‘Crisis of integrity:’ Some Facebook employees say they’ve had enough


Alongside a picture of his Facebook employee badge and a drawing of Justice Ruth Bader Ginsburg, Adin Rosenberg posted a lengthy note Monday explaining why he was leaving the company.

“These past years working on Messenger and Instagram have helped me grow personally and professionally, and I look back at them with many fond memories,” Rosenberg wrote in a Facebook post. “However, recently I’ve been feeling a growing sense of disillusionment.”

Rosenberg, who had been a software engineer for almost six years before leaving, is one of a now-steady trickle of Facebook employees who have left in recent months and made clear that they do not see the company as a force for good.

“As a result of the company’s obsession with its growth, so many things go wrong,” Rosenberg, who did not respond to a request for comment, wrote.

Other Facebook employees who have left have offered similar sentiments. Ashok Chandwaney left Facebook last month after more than five years as an engineer working in various departments.

“It’s very clear to me after everything that’s happened, that Facebook’s work has life and death consequences,” he said in an interview. “I did not believe there was a way while working there that I could help move the company to take more seriously some of these really critical issues.”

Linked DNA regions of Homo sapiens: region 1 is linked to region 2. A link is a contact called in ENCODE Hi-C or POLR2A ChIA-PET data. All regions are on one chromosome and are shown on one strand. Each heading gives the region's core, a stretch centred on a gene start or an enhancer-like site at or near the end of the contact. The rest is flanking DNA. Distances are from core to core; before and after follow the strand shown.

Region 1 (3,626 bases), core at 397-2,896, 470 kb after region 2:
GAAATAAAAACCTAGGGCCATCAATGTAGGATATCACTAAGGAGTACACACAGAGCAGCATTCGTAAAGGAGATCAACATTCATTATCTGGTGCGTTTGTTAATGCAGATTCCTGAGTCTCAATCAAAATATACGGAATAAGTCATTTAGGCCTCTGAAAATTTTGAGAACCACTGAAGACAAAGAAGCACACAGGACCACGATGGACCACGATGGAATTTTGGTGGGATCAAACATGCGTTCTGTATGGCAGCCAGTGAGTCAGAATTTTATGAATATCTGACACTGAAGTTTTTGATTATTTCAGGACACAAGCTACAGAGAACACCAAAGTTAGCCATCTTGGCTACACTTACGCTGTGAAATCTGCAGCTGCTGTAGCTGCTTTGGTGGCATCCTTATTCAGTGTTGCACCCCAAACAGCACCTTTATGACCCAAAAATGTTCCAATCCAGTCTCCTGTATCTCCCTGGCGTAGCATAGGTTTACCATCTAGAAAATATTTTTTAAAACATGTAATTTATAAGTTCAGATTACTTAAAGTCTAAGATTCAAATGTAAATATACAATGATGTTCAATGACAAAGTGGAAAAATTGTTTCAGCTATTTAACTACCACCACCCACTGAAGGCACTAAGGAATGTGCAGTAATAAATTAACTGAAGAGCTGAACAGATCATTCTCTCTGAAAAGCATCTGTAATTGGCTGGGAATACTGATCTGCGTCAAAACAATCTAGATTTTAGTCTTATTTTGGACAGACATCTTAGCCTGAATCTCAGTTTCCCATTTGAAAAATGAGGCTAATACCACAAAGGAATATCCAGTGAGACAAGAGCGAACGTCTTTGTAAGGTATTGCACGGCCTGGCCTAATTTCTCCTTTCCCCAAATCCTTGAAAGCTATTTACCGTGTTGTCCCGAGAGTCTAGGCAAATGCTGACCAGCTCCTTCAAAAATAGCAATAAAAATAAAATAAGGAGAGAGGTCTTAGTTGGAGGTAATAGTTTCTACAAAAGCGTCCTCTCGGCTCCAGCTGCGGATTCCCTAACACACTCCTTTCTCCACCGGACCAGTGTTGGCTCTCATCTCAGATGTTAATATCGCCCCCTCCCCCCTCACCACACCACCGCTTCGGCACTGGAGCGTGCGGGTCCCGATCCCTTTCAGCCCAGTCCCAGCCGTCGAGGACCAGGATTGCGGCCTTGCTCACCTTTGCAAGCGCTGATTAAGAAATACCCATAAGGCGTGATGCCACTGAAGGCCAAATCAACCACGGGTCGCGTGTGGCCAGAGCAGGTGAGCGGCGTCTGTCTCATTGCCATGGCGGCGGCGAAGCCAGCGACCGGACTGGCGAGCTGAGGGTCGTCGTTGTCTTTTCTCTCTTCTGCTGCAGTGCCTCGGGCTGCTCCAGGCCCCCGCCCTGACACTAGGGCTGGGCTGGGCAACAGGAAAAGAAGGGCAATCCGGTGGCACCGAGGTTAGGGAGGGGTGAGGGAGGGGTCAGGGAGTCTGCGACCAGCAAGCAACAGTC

Chandwaney said he did not raise his concerns internally until he had given his two-week notice. He said he loved the work and his colleagues but explained he was forced to leave because the company “is choosing to be on the wrong side of history.”

In recent months, at least four employees have quit in protest, each posting a message to their colleagues on their way out. Others who still work at the company have spoken out anonymously for fear of retaliation.

New smartphone app tells New Yorkers if they’ve been exposed to coronavirus


Albany, N.Y. — Gov. Andrew Cuomo announced today a new smartphone app is available that will tell New Yorkers if they have been exposed to someone who has tested positive for coronavirus.

Smartphone users who download the free app, called “Covid Alert NY,” will be notified if they have been within six feet of an infected person for at least 10 minutes.

“It’s using technology on a level it’s never been used before,” Cuomo said in a telephone press briefing.

Cuomo said the new app is voluntary and anonymous. It can be downloaded from the Apple App Store and Google Play.

The state Health Department will contact people who have tested positive and ask them to anonymously participate in the smartphone contract tracing program. New Yorkers who are notified by the app that they have been exposed will be directed to quarantine, stay home and call a doctor.

The app was developed by Apple, Google and other technology companies for about $700,000. Former New York City Mayor Michael Bloomberg and the federal government picked up the cost.

The more people who download the app, the more effective it will be, Cuomo said.

Melissa DeRosa, a Cuomo aide, said the app does not track a user’s location or movement, nor does it use GPS. It also does not collect or store personal information, she said. It uses bluetooth technology to send proximity to another phone with the same app, but not geographic location.

It’s available to anyone 18 or older who lives, works or goes to school in New York state. Cuomo said the app will also be available for residents of New Jersey, Pennsylvania, Delaware and Connecticut.

James T. Mulder covers health and higher education. Have a news tip? Contact him at (315) 470-2245 or [email protected]

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